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  5. "The bird is eating the flies…

"The bird is eating the flies."

Translation:Der Vogel frisst die Fliegen.

July 6, 2017



I'm not sure why, but Duo spells "fliegen" with small F for me, while of course it should be Fliegen with capital F.


Why does the first option say "der" under the word "the" before "flies" if it's not der Fliegen?


The hint ordering got confused because the word "the" shows up twice in the sentence.

I believe that in such a case, it always sorts the hints the same way.

For the first "the" (in "the bird"), der is an appropriate hint.

For the second one (in "the flies"), it's not.

But the hint ordering isn't clever enough to know which "the" corresponds to der and which one corresponds to die and it shows the same ordering for both.

Which is one big reason why you can't rely on the hints for "recommendations" or "suggestions".


I think that it is correct. Maybe it tells you Der and if you have read the grammar rules for plural nouns, you have to know it becomes Die. If anything, it's a hint for gender, you just have to put two and two together.


I'm asking myself the same question. Isn't 'the flies' in accusative?


"the flies" in the accusative case, yes -- which is why it's die Fliegen with the plural accusative article die.


Why frisst and not fressen


Because it's just one bird.

der Vogel frisst "the bird is eating"
die Vögel fressen "the birds are eating"


Thank you, I was confused also.


Why do we say "der vogel" or "der bär" but dont say "der katze"?


The words are Vogel, Bär, Katze with a capital letter at the beginning -- all German nouns are capitalised; the capitalisation is part of their spelling. There is no German word vogel or bär or katze.

We say der Vogel because the word Vogel is masculine.

We say die Katze because the word Katze is feminine.

We say das Pferd because the word Pferd is neuter.

The grammatical gender of a noun in German is mostly arbitrary. Just look it up and remember it.

(Also, der Katze would be appropriate in the genitive or dative cases, as der is the article not only for masculine nominative but also for feminine genitive, feminine dative, and plural genitive.)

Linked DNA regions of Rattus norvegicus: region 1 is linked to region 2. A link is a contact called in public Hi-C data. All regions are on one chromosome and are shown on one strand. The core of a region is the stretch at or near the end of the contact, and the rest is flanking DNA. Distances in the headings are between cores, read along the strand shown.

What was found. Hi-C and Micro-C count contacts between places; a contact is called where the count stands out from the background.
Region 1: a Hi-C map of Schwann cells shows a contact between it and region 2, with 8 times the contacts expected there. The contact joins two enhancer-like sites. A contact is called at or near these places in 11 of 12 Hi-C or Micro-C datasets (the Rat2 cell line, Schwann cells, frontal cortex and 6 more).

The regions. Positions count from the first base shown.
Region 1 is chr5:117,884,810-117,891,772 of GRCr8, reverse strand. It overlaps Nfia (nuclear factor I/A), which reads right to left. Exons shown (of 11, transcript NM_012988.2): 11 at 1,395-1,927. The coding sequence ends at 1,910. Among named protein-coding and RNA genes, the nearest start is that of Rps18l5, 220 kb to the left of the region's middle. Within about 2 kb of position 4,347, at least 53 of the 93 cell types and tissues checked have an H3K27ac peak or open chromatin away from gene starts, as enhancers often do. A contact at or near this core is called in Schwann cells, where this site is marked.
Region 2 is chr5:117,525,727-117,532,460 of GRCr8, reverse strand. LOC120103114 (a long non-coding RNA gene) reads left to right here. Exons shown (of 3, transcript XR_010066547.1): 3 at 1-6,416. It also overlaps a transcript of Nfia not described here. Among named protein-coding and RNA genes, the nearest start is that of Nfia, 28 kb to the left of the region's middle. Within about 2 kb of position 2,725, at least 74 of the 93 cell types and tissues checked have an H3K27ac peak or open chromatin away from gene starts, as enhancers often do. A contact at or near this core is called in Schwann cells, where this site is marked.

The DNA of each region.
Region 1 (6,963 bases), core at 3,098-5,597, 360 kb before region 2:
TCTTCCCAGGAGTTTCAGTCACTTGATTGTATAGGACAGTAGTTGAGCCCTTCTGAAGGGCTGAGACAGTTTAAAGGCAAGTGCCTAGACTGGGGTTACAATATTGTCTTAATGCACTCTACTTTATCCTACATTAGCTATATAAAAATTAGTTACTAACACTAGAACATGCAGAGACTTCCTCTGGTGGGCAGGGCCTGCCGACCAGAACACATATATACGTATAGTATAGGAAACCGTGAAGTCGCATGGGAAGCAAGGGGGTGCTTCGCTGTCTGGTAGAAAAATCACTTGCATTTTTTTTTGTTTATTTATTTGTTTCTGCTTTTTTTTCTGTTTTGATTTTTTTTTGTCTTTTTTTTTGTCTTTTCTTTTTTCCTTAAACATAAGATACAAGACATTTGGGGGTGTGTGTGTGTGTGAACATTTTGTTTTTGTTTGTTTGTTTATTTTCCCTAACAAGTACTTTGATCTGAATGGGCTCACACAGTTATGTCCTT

If the bird is a female bird , even then der Vogel applies??


If the bird is a female bird , even then der Vogel applies??



Perhaps missing out on the final dot, should be an accepted answer


why isn't it: "Der Vogel frisst den Fliegen"?


why isn't it: "Der Vogel frisst den Fliegen"?

The flies are the direct object of the verb fressen, so they have to be in the accusative case.

den could be masculine accusative (wrong gender -- Fliegen is plural, not masculine) or plural dative (wrong case -- we need accusative, not dative).


Why is this one isst not frisst?


Animals - fressen

humans - essen

the same thing, but more polite. Humans who have very bad manners when eating are addressed with fressen as well :-)


    It's frisst.


    Those, I presume, are the infinitive forms of the verbs. Conjugate accordingly.


    Not sure why it says frisst now, but when I did this (a year ago), I swear it translated it as isst and I was confused


    Is there no clear way to identify gender?


    No, you have to learn and remember.


    Why is a bird Masculine and no neuter


    Noun gender is more or less arbitrary in German.

    There's usually not a good answer to the question why a noun has a particular gender. (Besides "that's how we learned the language from our parents, and they learned it from theirs, and so on".)


    why is frißt incorrect and frisst correct??


    Because we (try to) use the spelling taught in schools since the 1996 spelling reform.

    frißt is pre-1996 spelling, frisst is the current standard spelling.


    Duo said the correct answer was "Der Vogel isst die Fliegen"... incorrect.


    Duo said the correct answer was "Der Vogel isst die Fliegen"... incorrect.

    Why do you think it's incorrect? Which part do you think is incorrect? What do you think it should have been instead?

    Pointing out that something is "incorrect" does not help anybody else unless you say why it's incorrect and what it should be instead.

    Also, talking about "the correct answer" (as if there were only one correct answer) is nearly never useful -- there are nearly always many accepted translations. Though only one or a small handful are considered the "best" translations.


    why is it frisst and not fressen?


    Please read all of the comments instead of re-posting a question that has been asked and answered before.


    I understand now, thank you!

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